In a note presented to the Industrial Society of Mulhouse, A. Pabst discusses the different stages in the formation of compound ethers, as Williamson has explained the production of ordinary ethers by the action of sulphuric acid upon alcohol. Pabst has observed that the compound ethers are formed in an analogous manner. If alcohol, sulphuric acid, and acetic acid are heated together, acetic ether, we know, is formed.

Pabst has shown that it takes place in three stages. In the first stage, ethyl sulphuric acid and water are formed; in the second, acetate of ethyl with the reproduction of sulphuric acid, which again converts a fresh quantity of alcohol into ethyl sulphuric acid.

(Alcohol.) (Sulphuric acid.) (Ethyl sulphuric acid.)

(Ethyl sulphuric acid.) (Acetic acid.)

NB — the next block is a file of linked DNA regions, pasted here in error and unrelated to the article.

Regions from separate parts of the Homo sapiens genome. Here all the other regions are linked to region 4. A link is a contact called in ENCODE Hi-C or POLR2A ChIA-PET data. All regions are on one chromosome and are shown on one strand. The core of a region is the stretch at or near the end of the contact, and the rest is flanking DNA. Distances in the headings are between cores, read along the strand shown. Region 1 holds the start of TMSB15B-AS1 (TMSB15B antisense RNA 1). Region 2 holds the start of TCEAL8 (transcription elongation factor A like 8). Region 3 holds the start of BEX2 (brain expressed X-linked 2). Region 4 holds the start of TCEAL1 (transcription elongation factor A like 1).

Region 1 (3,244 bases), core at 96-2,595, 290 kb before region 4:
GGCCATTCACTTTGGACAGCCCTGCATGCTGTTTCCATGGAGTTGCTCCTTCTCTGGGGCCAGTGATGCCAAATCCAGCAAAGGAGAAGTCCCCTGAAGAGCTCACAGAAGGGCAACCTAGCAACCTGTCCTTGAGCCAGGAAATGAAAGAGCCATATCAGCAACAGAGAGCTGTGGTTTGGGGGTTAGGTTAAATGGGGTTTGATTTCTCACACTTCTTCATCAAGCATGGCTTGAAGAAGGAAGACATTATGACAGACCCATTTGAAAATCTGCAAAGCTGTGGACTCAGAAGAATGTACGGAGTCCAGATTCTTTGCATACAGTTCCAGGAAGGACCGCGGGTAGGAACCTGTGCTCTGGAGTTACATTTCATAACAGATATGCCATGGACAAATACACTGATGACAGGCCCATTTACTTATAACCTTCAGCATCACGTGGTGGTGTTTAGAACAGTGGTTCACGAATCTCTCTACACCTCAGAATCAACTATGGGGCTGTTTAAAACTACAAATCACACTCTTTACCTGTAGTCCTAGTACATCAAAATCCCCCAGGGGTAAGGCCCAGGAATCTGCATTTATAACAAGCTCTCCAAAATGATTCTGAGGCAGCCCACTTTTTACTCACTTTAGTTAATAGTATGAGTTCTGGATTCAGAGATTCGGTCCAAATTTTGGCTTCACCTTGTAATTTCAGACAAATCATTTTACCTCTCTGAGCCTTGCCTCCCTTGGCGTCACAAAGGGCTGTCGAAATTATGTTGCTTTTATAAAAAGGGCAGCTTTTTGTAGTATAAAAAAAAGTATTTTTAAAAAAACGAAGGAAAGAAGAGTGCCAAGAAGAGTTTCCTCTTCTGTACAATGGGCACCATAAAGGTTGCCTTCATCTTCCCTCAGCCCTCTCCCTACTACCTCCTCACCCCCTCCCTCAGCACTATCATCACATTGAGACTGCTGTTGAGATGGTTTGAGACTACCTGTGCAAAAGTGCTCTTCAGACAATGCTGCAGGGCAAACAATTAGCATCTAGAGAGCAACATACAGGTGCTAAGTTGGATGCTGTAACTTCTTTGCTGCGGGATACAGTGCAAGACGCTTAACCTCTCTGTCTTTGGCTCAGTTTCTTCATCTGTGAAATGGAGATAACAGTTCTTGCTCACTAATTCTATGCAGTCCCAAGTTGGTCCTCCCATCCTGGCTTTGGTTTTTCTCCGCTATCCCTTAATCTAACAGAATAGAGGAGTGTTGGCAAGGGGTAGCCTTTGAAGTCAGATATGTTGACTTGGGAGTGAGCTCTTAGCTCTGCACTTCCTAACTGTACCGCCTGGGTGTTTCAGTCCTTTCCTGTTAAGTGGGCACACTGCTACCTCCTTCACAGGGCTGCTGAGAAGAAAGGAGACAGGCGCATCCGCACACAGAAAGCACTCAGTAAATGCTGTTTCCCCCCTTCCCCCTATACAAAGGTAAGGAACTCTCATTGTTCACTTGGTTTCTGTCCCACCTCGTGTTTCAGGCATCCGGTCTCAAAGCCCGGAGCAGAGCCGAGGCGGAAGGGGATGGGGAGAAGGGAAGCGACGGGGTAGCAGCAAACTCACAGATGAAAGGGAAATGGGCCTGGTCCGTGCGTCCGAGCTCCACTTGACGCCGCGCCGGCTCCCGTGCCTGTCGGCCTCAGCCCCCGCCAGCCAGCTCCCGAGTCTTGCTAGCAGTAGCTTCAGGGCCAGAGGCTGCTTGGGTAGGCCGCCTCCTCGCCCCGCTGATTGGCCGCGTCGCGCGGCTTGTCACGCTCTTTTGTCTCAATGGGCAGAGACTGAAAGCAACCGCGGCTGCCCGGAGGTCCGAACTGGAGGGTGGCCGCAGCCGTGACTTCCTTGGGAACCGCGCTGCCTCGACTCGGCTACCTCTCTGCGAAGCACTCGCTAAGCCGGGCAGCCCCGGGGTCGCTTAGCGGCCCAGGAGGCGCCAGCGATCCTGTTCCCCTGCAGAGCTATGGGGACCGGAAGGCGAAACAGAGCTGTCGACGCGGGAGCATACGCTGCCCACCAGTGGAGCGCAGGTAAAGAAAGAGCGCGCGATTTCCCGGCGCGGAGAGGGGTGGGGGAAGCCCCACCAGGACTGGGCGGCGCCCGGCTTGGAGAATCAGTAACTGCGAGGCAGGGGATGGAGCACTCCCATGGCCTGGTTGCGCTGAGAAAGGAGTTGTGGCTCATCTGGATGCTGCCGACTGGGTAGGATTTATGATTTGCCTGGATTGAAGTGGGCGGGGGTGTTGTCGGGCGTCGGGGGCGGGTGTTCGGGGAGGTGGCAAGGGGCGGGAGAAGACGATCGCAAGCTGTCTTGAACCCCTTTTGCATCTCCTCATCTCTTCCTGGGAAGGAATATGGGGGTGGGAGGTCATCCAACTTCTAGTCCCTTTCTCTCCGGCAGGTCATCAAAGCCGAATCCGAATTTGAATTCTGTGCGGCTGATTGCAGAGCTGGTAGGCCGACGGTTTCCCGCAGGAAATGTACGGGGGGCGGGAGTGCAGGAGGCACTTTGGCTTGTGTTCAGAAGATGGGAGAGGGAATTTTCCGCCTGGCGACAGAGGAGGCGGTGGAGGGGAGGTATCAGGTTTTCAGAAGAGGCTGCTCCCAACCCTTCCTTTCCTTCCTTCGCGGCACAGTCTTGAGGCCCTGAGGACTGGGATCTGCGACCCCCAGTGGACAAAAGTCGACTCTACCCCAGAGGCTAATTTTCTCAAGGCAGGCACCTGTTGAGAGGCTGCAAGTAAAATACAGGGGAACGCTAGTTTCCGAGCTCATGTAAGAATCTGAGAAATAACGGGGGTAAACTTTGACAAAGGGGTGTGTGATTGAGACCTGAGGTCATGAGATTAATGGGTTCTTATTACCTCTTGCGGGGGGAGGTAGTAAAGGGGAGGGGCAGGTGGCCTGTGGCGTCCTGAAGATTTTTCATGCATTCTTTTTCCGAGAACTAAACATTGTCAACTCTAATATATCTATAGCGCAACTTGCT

(Acetate of ethyl.) (Sulphuric acid.)

Pabst proved this by letting methyl sulphuric acid act upon a mixture of acetic acid and ethyl alcohol. He obtained by this process acetate of methyl and ethyl sulphuric acid. By the continued action of ethyl alcohol and acetic acid upon this mixture, of course, acetate of ethyl was formed. At the conclusion of the operation there was no longer any methyl sulphuric acid present in the liquid.

In the course of his investigations, Pabst was led to a very practical method for preparing acetate of methyl, which consists in heating ethyl sulphuric acid to 135° or 140° C, and allowing a mixture of equal molecules of strong alcohol and acetic acid to flow into it.

The details of his experiments and the method of purification will be published by the society.